Thursday, July 16, 2015

Valle d'Aosta Stage 2: Breakaway Oddity

 The 2nd stage of the Giro della Valle d'Aosta began in what is apparently the 8th Wonder of the World, Mont Blanc. Well not on Mont Blanc but in the hamlet of Courmayeur, which sits in the shadow of Western Europe's highest peak.
Robert Power and his Australia team were not interested in keeping the race together for the entire stage so within kilometers of the start, Davide Ballerini (Unieuro-Wilier) and TJ Eisenhart (BMC Development) set out together. The duo had some freedom before the Col d'Introd but once nearing the top of the climb, they were joined by Giulio Ciccone and a group of others. Ciccone took the maximum points but was closely followed by KOM leader Nicola Bagioli. Eisenhart, unfortunately, crashed on the descent and out of the breakaway.

Following this climb, it was a group of 20 riders that were formed with some pretty big riders including Edward Ravasi, Giulio Ciccone (both Colpack) Alexey Vermeulen (BMC), Keegan Swirbul (USA), Max Schachmann (AWT-Greenway), Oleg Zemlyakov (Kazakhstan) and Lorenzo Rota (Unieuro-Wilier), among others. This breakaway lost riders as the race went on over the guargantuan Clemensod climb and the Verrayes. Ciccone took full points on both climbs while Bagioli was 2nd on both, preserving his KOM jersey lead.

Australia tapping tempo behind the breakaway
Photo: Riccardo Scanferia/
It was on the Col d'Arlaz where Ravasi made his cunning move and the breakaway was in tatters. Ravasi was riding ahead of teammates Ciccone & Filippo Zaccanti who were joined with Zemlyakov. The yellow jersey group was well-paced and didn't go for the jugular early. Entering into Pont Saint Martin, Ravasi was solo going into the final loop that would go over the Perloz climb with a gap of roughly 2'30".

Ravasi was able to make it over the Perloz climb solo but with under 5 kilometers to go, it was Odd Eiking (Norway) who jumped out of the leading pack to join Ravasi. The Norwegian, who was looking to avenge his bad day on Wednesday, took to the front as they entered the final roads into Pont Saint Martin. With Jack Haig (Australia) launching out of the chase group in a bid for glory, Eiking set out in the final kilometer and took the redemptive victory. Just like Laurens De Plus yesterday, this was Eiking's first international victory even after finishing in the top 5 of races over a dozen times.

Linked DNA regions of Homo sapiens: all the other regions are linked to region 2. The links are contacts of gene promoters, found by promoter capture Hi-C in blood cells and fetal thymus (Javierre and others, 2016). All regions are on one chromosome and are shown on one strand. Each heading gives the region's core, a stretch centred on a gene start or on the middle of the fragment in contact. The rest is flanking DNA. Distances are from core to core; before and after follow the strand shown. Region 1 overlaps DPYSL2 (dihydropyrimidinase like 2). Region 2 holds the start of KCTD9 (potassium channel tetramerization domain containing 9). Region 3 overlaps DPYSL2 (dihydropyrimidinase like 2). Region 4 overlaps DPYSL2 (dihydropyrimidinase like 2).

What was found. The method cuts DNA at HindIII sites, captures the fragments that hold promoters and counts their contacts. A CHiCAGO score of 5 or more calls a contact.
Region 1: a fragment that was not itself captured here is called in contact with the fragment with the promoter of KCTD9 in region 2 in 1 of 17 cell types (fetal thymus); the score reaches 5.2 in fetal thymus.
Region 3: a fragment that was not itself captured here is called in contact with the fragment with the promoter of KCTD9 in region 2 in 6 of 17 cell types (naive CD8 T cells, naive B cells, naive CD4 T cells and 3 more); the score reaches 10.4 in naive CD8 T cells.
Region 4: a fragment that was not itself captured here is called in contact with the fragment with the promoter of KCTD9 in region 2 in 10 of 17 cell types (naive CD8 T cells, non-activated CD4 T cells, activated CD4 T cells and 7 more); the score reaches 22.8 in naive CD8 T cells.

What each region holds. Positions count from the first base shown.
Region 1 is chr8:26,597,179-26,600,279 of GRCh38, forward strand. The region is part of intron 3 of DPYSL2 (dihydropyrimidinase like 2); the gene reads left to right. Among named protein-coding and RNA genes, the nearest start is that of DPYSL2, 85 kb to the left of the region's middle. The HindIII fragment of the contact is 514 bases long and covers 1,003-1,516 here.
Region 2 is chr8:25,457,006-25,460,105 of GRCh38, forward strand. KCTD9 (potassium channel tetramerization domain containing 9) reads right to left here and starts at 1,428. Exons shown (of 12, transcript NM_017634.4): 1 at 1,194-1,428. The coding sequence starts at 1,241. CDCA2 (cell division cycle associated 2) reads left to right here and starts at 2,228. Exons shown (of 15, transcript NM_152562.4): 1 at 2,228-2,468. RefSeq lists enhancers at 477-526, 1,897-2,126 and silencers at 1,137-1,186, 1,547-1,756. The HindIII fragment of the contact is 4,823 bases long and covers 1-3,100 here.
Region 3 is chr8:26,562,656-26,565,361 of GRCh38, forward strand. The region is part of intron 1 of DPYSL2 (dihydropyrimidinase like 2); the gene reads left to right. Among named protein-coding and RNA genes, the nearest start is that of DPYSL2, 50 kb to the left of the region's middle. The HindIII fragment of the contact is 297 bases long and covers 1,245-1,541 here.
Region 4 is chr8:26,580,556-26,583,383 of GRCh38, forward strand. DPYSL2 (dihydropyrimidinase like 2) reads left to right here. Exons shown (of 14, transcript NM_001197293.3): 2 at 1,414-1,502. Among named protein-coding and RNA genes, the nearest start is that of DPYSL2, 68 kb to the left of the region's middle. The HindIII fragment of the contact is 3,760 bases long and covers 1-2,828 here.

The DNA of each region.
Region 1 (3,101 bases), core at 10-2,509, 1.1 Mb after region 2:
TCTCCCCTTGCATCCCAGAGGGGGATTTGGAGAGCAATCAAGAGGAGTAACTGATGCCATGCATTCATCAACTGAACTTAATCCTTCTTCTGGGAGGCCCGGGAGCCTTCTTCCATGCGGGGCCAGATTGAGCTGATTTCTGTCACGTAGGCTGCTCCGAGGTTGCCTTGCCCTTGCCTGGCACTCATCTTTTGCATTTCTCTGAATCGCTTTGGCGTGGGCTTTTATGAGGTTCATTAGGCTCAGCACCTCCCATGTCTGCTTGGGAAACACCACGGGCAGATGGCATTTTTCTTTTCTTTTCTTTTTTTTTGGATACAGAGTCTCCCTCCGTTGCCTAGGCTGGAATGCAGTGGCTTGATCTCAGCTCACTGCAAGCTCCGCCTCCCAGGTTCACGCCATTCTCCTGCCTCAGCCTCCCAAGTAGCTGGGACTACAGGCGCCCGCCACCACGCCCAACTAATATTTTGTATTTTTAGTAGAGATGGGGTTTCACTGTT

Ravasi, who was in the breakaway for the vast majority of the day, hung on for 2nd with Haig in 3rd. Laurens De Plus took the sprint for 4th place to pad his lead in the points competition while Robert Power was in the leading bunch to hold onto yellow.

Other notes:

-While Oleg Zemlyakov rode well in the breakaway today, three Kazakh riders did not finish today while the team's final rider, Sergey Luchshenko, finished in 87th nearly 18 minutes down. Now they have to race three more mountain stages with two riders which will certainly be an enjoyable task.
Fun fact with Zemlyakov is that his Kazakh National Champion jersey has Vino4Ever in bold lettering. Kazakh men have as much stylistic taste as the finest Italian stylists.

-Speaking of teams with just 2 riders left, Kazakhstan is joined by Slovenia, Team Ecuador, Team 74/Rhône Alpes and Russia. I don't think the DSes are very happy right now.

-And the award for best Team Sky impersonation goes to...The Australians! They rode an efficient race and even in the face of a dangerous breakaway, they took small chunks and then accelerated towards the end to eliminate large time gaps.

-While Odd Eiking had a bounce back stage, Lennard Kämna finish 11th on the stage at only 1'07" back on Eiking. The German had a tough stage 1 with the heat but looks like he could perhaps have a chance at a stage as the week goes on.

-While he is one of the older riders in the race, Anass Ait El Abdia of Morocco is getting some of his first international racing experience and is doing fairly well. Riding with the UCI World Cycling Centre, Ait El Abdia is currently in 16th overall and if this go well, he could move up a few places on GC.

-You can tell that this race has a fair bit of mountains because the average speed for the race is currently at 33.4 km/h through a prologue and two stages.

Here are full results for the stage and the overall.

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